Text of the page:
Going into the midterm elections, few candidates made the warming planet a keystone of their campaigns despite devastating fires and storms that scientists say have been worsened by carbon pollution. Climate change has typically been low on voters’ lists of priorities.
But as a new Congress comes into power in January, that indifference could be changing. Surveys conducted for the midterms found that between 7 and 9 percent of the electorate named climate change or the environment as the top issue facing the country. Typically, the number lags around 2 percent, environmentalists say.
“That’s a green wave,” said Nathaniel Stinnett, the founder of the Environmental Voter Project, a three-year-old organization that is dedicated to getting environmentalists to vote.
Americans continue to voice more concern about health care, immigration, the economy and jobs, and depending on the poll, gun policy or federal taxes and spending. But with a record 113 million people voting in this year’s elections where Democrats retook control of the House, that could mean that up to 9 million named the environment their primary concern.
“That’s an enormously powerful constituency and I think you’re going to see more and more politicians trying to appeal to these environmental voters, especially among those running in the  Democratic presidential primary,” Stinnett said.
The surveys -- one around Election Day called AP VoteCast and two conducted for NPR and PBS NewsHour by the Marist Poll, in October and after the election -- are just one indication that climate change is taking on urgency with voters, particularly young voters. Also pointing to the increased seriousness with which the issue is being treated: differences between millennials and older Americans, demands from newly elected politicians and worry about the damage that climate change is already doing to communities from Miami to Los Angeles.
A confluence of factors is driving the new attention to the devastation threatening the environment. Repeated natural disasters have brought havoc to parts of the United States, from deadly fires in California to destructive hurricanes sweeping over Puerto Rico, Florida, Texas and the Carolinas. Warnings about the world’s need to curb the use of fossil fuels come as younger people more convinced of the scientific consensus on climate change become old enough to vote. Going into the New Year, there will be more pressure on Congress to tackle the greenhouse gases that are raising temperatures.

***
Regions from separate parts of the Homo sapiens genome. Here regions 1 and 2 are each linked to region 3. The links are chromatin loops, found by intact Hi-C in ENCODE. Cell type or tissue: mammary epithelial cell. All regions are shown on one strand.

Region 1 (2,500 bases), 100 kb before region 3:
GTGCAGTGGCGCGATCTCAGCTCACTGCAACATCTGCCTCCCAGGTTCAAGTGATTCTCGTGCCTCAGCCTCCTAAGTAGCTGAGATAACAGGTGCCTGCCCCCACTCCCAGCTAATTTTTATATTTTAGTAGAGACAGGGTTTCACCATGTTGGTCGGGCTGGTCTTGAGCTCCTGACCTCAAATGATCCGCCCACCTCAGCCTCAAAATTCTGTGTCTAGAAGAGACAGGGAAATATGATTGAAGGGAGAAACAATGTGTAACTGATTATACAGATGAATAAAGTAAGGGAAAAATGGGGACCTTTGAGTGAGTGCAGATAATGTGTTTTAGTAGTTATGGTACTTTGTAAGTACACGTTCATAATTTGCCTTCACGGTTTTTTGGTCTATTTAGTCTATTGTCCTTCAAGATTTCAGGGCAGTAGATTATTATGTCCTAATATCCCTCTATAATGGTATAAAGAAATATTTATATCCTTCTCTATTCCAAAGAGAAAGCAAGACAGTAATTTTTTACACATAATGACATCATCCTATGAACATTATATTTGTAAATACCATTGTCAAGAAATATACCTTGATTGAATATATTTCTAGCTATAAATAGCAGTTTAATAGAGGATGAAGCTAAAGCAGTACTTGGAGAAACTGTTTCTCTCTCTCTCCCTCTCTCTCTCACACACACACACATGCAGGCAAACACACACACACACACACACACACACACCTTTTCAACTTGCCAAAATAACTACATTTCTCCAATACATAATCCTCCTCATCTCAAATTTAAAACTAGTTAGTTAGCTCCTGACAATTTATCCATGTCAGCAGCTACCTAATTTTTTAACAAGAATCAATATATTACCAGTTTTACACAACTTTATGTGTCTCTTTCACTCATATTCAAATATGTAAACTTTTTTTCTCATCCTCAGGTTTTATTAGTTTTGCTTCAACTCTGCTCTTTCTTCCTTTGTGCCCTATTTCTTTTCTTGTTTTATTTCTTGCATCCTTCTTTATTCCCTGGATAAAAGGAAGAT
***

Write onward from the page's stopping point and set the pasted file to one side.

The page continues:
Here’s a breakdown of the polls. AP VoteCast found that more of the electorate, 26 percent, choose health care as the number one issue facing the country than any other issue while 7 percent picked the environment. The Marist Poll in October recorded 7 percent of registered voters choosing climate change as the most important factor in deciding their vote and earlier this month, 9 percent saying that it should be Congress' top priority. Economy and jobs was the most important for the most voters, with 20 percent in October and 17 percent this month.
Stinnett said that how much change was occuring would become clearer as more data becomes available about voters and the midterm elections.
Youth Demand Action on the Environment
Young people are particularly engaged in confronting climate change, a crisis that has gathered momentum throughout their lives and which threatens to leave the Earth a much less hospitable place in the coming years.
A pre-election survey from Tufts University that focused on young people and politics found that 59 percent of 18- to 24-year-olds support or are an active part of the environmental movement, up from 42 percent in 2016. Numbers were even higher among Democrats, and particularly those who said they were likely to vote, according to the September poll by the university’s CIRCLE, or The Center for Information & Research on Civic Learning and Engagement.
The poll’s director, Kei Kawashima-Ginsberg, said political engagement was more common among young people now than two years ago, with triple the number saying they attend marches and demonstrations — up from 5 percent to 15 percent. Part of the change can be traced to the activism of students from Parkland, Florida, which encouraged other young people to be a part of political causes, including the environmental movement, she said.